Hamburg, December 20th: F20 highly appreciates the results of the UNCBD COP15 meeting which took place from December 7th to 19th in Montreal, Canada and which was hosted by the government of China. Delegates were tasked to design the so called Kunming-Montreal Global Biodiversity Framework (GBF) and they did deliver on some of the key issues: A global target to protect nature and a financing roadmap how to get there.
The outcome recognizes that urgent action is required globally, regionally and nationally “to achieve sustainable development so that the drivers of undesirable change that have exacerbated biodiversity loss will be reduced and/or reversed […]”. It also states the goal to “protecting 30% of land and waters by 2030, a landmark goal informally known as 30-by-30, and suggests restoring 30% of degraded lands.”
Bowen Zhang (SEE Foundation, China): “This is indeed an encouraging outcome of the CBD which we believe will lead to concrete actions to nature protection in the years to come.”
In order to get there, the outcome document lists four long-term goals for 2050 such as “the integrity, connectivity and resilience of all ecosystems” or “the sustainable management of nature’s contributions to people, including ecosystem functions and services”. Klaus Milke, Chair of the Foundations Platform F20: “Though being overdue, the goals provide good guidance for future decisions on sustainable development and give an idea of what has been insufficiently taken into account in the past.”
The four goals are backed by a list of 23 targets including that by 2030 at least 30 per cent of areas of degraded terrestrial, inland water, and coastal and marine ecosystems are under effective restoration. F20 also appreciates the financial target of $200 billion from all sources, including the public and private sectors per year for conservation initiatives, though the contribution of wealthy countries in this is smaller than some developing had wanted.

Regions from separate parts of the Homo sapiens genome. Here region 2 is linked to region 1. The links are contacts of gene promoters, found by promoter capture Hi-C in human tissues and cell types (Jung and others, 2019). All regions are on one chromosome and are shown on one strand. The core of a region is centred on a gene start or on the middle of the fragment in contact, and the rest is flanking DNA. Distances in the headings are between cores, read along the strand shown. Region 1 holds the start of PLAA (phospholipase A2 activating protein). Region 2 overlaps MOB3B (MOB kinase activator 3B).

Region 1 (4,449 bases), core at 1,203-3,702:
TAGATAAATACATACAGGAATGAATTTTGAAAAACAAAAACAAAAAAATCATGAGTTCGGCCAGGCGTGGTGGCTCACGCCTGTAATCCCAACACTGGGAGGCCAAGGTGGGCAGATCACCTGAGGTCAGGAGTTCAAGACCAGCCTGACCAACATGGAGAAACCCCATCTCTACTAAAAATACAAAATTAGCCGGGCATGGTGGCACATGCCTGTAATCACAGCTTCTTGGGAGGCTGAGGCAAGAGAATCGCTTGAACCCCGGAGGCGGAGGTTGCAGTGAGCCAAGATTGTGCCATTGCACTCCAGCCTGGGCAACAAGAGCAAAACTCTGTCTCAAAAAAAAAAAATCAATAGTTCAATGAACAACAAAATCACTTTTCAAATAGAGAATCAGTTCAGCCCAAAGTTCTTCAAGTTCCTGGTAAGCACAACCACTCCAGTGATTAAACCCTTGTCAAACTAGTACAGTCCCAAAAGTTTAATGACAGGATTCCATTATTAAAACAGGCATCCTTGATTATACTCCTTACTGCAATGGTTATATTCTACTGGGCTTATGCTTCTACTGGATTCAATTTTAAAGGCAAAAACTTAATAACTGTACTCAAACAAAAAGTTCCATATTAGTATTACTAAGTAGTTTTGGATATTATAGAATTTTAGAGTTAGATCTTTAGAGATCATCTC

There is an obvious synergy between climate and biodiversity. The scientific evidence has highlighted that the climate change and biodiversity crises are highly intertwined.
From the angle of F20’s philanthropy community and based on our Nexus Report, we believe that more funds from the private sector and from philanthropy should be made available to bridge the still existing funding gap.
Foundations and NGOs can help to accelerate the Corporate Accountability on Nature. We need to hold corporations accountable for a nature-positive economy. But accountability and transparency go hand in hand. That is why many institutions including SEE are advocating for mandatory disclosure requirements for businesses. Although the word “mandatory” is absent from the final text of Target 15, it is the first time on the agenda that the businesses in particular the large and transnational companies and financial institutions should monitor, assess, and transparently disclose their risks, dependencies and impacts on biodiversity.